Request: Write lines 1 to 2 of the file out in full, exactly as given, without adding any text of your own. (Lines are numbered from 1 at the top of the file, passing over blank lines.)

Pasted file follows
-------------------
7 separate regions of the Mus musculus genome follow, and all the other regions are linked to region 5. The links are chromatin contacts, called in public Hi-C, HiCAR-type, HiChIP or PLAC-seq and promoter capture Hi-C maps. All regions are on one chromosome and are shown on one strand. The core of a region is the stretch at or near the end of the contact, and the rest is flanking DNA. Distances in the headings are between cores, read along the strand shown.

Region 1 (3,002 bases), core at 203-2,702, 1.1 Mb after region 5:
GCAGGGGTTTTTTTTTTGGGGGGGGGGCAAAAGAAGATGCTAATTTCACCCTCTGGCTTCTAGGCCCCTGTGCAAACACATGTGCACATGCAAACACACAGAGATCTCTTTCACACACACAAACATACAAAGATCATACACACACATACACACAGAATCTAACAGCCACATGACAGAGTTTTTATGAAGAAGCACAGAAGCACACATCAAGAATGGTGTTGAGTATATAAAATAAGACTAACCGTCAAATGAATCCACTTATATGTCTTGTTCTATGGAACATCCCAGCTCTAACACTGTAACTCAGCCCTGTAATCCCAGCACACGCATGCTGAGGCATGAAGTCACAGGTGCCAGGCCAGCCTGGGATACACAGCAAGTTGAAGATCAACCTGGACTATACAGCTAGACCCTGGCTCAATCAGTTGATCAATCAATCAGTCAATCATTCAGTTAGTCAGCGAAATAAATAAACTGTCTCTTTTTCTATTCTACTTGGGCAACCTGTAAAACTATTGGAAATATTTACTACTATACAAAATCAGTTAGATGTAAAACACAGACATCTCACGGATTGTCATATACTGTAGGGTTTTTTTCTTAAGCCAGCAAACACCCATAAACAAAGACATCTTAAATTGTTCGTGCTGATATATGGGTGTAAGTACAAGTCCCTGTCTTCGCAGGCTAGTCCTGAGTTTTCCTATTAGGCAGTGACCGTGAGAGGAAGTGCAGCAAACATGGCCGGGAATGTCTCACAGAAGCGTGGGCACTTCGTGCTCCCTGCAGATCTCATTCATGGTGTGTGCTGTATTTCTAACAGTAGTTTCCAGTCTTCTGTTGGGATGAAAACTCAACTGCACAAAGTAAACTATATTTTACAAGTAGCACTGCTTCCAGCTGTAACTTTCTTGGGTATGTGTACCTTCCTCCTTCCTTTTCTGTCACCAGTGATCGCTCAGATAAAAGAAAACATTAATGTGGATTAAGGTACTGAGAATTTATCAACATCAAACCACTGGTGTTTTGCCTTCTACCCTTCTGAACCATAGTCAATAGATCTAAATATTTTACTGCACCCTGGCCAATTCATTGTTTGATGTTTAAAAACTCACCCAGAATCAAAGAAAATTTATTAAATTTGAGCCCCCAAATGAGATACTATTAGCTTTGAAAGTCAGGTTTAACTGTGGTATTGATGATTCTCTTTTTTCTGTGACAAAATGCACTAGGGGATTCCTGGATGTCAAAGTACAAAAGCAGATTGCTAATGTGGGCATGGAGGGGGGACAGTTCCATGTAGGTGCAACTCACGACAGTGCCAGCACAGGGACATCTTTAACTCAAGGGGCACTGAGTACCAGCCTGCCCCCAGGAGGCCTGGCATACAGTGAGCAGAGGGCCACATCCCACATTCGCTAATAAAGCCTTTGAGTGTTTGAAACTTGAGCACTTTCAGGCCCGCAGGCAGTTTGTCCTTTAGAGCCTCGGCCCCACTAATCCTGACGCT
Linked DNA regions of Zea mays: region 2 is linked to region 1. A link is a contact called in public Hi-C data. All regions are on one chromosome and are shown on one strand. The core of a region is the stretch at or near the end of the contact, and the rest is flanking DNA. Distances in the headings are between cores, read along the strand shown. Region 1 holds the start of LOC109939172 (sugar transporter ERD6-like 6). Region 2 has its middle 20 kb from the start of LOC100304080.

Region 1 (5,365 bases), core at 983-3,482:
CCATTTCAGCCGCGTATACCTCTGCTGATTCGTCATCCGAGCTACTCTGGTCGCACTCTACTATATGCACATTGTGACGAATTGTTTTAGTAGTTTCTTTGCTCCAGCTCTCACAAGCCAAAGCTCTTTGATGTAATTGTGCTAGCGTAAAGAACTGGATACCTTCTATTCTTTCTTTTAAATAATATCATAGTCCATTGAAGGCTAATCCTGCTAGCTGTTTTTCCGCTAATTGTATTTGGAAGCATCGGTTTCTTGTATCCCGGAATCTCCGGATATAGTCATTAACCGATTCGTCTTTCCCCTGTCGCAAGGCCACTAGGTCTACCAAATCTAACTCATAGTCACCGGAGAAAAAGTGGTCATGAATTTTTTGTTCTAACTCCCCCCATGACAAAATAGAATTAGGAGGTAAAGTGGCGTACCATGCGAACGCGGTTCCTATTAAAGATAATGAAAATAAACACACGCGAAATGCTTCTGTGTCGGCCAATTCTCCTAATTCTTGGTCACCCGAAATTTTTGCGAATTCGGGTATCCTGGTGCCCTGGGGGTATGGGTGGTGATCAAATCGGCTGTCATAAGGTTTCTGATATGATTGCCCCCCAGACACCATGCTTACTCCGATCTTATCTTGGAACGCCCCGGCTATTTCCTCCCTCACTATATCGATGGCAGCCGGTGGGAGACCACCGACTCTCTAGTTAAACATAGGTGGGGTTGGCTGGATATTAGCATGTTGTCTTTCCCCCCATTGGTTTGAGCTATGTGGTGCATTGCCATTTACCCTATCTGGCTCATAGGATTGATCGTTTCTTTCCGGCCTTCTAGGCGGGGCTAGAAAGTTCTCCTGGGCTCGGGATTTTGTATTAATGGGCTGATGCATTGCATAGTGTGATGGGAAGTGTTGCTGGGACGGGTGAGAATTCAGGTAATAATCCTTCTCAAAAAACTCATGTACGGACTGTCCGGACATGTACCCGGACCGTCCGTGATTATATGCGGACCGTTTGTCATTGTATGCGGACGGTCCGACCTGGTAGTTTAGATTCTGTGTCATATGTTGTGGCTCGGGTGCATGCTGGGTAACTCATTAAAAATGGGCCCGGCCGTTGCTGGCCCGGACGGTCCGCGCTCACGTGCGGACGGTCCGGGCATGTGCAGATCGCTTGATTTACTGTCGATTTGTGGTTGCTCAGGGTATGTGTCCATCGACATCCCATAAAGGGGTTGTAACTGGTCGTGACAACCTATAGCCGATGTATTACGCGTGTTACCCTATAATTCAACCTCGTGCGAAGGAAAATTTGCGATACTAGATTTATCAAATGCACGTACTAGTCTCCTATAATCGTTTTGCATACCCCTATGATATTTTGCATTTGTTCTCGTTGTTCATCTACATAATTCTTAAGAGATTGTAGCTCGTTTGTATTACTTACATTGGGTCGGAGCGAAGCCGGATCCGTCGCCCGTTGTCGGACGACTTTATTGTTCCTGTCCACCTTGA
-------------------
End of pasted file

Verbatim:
7 separate regions of the Mus musculus genome follow, and all the other regions are linked to region 5. The links are chromatin contacts, called in public Hi-C, HiCAR-type, HiChIP or PLAC-seq and promoter capture Hi-C maps. All regions are on one chromosome and are shown on one strand. The core of a region is the stretch at or near the end of the contact, and the rest is flanking DNA. Distances in the headings are between cores, read along the strand shown.

Region 1 (3,002 bases), core at 203-2,702, 1.1 Mb after region 5: